“He did this every day because the residents liked the first one so much,” says Ulana Orrick, Village Green’s life enrichment co-ordinator, who adds Griffin is well suited for this line of work.

Griffin says doing his placement at Village Green wasn’t so much “work” as it was learning about the home’s residents.

“It wasn’t a job for me, it was getting a chance to hang around with a group of interesting people I had not met before,” he says.

– This is Part 1 of a two-part story

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Forest Hill’s life enrichment team has created an innovative way to host safe bingo games

Residents were missing their favourite activity, so staff figured out how to bring it back to them

Bingo is a favourite activity among Forest Hill residents, and with no large-group activities being hosted at the Ottawa-area long-term care home due to the COVID-19 pandemic, the life enrichment team has found a way to deliver the game in a way that meets safety protocols.

Life enrichment co-ordinator Craig Forrest and his team have been gathering small groups of residents on each of Forest Hill’s five floors every Thursday.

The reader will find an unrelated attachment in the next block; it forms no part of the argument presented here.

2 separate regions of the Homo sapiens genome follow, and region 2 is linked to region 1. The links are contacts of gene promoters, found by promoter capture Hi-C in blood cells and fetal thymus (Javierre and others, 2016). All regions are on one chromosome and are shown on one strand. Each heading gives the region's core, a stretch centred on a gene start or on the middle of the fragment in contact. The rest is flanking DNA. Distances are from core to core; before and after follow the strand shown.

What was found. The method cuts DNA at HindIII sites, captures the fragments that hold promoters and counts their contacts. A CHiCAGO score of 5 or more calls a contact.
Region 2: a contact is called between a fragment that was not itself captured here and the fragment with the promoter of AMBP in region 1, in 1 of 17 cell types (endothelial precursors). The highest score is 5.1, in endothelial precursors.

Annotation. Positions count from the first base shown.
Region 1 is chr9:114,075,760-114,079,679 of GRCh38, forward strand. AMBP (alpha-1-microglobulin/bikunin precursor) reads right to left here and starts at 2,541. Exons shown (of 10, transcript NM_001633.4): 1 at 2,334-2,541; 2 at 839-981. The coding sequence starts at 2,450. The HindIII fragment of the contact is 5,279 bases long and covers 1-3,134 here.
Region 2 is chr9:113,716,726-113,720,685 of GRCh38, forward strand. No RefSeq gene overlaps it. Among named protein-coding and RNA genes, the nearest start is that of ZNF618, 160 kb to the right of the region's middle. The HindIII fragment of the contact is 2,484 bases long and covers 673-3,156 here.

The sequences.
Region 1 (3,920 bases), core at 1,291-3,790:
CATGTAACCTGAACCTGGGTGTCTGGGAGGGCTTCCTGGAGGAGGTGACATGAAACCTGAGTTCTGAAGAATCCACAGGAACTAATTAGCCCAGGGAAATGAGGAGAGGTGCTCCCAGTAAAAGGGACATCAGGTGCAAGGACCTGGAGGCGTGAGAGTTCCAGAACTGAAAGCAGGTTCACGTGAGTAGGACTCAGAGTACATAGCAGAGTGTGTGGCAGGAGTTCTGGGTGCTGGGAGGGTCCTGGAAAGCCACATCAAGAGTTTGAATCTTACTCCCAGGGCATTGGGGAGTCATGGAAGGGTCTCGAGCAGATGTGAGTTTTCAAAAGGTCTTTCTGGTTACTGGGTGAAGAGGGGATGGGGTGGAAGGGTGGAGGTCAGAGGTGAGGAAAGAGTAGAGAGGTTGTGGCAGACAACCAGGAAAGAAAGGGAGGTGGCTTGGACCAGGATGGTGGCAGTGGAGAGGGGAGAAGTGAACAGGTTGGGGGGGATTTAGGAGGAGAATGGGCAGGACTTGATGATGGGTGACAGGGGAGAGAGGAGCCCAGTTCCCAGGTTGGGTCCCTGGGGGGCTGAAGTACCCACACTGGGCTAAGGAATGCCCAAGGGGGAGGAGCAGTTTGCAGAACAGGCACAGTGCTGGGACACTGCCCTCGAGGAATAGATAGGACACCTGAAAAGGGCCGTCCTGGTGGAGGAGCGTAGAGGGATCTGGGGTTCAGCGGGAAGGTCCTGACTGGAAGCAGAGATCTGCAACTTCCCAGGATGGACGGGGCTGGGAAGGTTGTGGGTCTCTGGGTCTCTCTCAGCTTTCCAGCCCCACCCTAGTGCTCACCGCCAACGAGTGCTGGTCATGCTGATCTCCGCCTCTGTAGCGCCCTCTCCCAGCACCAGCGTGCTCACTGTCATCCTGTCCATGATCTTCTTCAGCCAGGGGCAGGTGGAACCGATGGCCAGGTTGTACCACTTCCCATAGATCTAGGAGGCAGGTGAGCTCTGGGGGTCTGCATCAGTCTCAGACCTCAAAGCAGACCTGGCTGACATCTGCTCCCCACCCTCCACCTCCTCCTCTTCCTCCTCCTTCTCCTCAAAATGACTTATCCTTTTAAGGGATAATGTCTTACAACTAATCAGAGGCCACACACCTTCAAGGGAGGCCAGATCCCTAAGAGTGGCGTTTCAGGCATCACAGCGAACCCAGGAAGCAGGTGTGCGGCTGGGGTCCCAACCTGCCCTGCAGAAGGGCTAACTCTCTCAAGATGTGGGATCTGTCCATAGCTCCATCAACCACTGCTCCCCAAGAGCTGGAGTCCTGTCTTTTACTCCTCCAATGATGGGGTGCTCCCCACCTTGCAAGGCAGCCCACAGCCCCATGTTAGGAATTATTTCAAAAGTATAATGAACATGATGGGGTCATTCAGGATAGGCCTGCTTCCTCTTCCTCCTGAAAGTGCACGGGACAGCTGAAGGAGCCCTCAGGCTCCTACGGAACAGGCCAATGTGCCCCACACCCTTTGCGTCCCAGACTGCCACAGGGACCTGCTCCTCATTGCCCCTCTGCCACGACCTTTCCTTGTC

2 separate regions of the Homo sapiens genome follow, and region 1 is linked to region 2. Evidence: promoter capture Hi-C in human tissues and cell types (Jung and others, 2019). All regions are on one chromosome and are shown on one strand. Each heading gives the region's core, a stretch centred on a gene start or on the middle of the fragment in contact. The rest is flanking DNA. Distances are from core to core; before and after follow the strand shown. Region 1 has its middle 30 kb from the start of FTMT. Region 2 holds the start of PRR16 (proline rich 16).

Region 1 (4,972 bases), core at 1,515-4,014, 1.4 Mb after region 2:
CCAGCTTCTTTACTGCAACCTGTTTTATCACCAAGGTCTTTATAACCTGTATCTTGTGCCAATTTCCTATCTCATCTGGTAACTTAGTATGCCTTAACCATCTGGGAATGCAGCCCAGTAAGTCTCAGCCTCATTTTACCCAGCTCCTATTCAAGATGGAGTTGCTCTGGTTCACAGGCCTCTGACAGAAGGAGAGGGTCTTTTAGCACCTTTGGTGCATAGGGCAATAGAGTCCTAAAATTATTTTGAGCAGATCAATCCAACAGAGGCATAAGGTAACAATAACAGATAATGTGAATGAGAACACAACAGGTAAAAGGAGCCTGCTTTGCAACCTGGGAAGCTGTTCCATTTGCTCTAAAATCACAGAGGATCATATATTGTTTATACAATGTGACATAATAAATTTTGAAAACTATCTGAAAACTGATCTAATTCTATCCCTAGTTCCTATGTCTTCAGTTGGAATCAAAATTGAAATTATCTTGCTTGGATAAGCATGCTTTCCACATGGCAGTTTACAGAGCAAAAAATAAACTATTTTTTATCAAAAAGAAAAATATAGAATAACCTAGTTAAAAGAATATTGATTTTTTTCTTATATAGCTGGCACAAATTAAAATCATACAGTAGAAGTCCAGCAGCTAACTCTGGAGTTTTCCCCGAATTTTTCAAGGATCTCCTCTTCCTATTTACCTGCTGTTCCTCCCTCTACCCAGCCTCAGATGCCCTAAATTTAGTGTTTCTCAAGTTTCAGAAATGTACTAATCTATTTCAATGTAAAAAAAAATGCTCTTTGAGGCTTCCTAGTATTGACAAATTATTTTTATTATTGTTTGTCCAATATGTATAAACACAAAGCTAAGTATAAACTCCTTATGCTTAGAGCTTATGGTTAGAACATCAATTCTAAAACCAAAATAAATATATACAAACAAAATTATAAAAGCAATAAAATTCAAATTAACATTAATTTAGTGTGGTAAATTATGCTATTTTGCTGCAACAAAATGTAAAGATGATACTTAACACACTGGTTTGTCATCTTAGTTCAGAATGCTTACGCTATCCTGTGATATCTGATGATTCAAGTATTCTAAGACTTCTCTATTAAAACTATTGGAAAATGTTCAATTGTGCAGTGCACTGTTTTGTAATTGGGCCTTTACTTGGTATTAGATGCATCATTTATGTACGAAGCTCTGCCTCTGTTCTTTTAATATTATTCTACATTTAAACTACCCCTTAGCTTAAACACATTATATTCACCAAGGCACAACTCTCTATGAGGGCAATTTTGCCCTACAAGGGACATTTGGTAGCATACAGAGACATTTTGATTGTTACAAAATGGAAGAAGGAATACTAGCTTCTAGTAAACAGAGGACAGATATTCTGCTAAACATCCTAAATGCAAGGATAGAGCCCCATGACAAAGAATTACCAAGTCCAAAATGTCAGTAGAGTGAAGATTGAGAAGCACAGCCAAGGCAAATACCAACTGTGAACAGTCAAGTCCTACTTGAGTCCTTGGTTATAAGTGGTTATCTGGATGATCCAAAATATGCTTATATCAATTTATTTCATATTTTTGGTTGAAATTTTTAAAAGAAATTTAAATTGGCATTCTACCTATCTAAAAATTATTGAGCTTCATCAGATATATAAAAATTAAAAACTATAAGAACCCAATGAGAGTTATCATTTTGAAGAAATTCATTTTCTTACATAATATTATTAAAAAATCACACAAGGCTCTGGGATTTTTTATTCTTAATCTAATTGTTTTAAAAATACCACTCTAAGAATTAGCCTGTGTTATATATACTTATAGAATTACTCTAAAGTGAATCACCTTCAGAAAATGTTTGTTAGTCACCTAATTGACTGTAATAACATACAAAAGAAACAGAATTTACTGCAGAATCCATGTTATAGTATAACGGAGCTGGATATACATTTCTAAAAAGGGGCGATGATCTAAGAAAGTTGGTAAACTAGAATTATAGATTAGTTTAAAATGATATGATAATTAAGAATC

Residents are each handed a bingo card. Life enrichment team members are given walkie-talkies. The bingo caller will announce the balls as they come up. As the numbers come through on the two-way radios, life enrichment staff on all floors will help residents mark their cards.

“If a bingo is called on one floor, everyone will hold until we check the numbers,” Craig explains. “We keep track of who won and then we go around delivering prizes afterwards.”

While this may be an unorthodox way for bingo to be played, it has been a big hit with residents, Craig says.

“This has really worked well because (bingo) is one thing the residents were really missing.”

Craig says a major benefit from holding bingo games using this method is that the life enrichment team can engage many residents on all floors while adhering to safety protocols in place.

“We’ve been doing this once a week and it has been working well,” he says. “The residents really enjoy it and look forward to it.”

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PSW reflects on career change that brought her to Almonte Country Haven